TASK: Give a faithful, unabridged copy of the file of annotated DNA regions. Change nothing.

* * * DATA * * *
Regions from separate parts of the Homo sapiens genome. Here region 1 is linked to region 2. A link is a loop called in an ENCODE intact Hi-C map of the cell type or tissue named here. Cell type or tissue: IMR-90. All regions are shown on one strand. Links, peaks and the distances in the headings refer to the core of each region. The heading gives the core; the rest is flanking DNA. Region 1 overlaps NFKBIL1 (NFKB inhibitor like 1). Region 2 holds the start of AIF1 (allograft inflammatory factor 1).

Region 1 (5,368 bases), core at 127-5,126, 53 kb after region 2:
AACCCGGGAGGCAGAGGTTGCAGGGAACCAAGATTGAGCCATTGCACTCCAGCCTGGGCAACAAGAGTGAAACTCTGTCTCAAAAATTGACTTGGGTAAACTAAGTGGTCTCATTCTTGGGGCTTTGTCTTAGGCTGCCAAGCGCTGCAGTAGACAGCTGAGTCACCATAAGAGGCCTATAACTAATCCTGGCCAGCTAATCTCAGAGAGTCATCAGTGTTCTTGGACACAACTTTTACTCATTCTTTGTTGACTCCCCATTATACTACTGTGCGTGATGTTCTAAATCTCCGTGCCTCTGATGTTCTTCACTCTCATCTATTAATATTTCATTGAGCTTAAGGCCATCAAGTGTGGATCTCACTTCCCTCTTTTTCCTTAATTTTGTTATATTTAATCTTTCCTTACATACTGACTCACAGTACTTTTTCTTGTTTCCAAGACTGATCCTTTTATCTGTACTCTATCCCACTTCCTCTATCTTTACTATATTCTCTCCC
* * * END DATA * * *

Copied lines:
Regions from separate parts of the Homo sapiens genome. Here region 1 is linked to region 2. A link is a loop called in an ENCODE intact Hi-C map of the cell type or tissue named here. Cell type or tissue: IMR-90. All regions are shown on one strand. Links, peaks and the distances in the headings refer to the core of each region. The heading gives the core; the rest is flanking DNA. Region 1 overlaps NFKBIL1 (NFKB inhibitor like 1). Region 2 holds the start of AIF1 (allograft inflammatory factor 1).

Region 1 (5,368 bases), core at 127-5,126, 53 kb after region 2:
AACCCGGGAGGCAGAGGTTGCAGGGAACCAAGATTGAGCCATTGCACTCCAGCCTGGGCAACAAGAGTGAAACTCTGTCTCAAAAATTGACTTGGGTAAACTAAGTGGTCTCATTCTTGGGGCTTTGTCTTAGGCTGCCAAGCGCTGCAGTAGACAGCTGAGTCACCATAAGAGGCCTATAACTAATCCTGGCCAGCTAATCTCAGAGAGTCATCAGTGTTCTTGGACACAACTTTTACTCATTCTTTGTTGACTCCCCATTATACTACTGTGCGTGATGTTCTAAATCTCCGTGCCTCTGATGTTCTTCACTCTCATCTATTAATATTTCATTGAGCTTAAGGCCATCAAGTGTGGATCTCACTTCCCTCTTTTTCCTTAATTTTGTTATATTTAATCTTTCCTTACATACTGACTCACAGTACTTTTTCTTGTTTCCAAGACTGATCCTTTTATCTGTACTCTATCCCACTTCCTCTATCTTTACTATATTCTCTCCC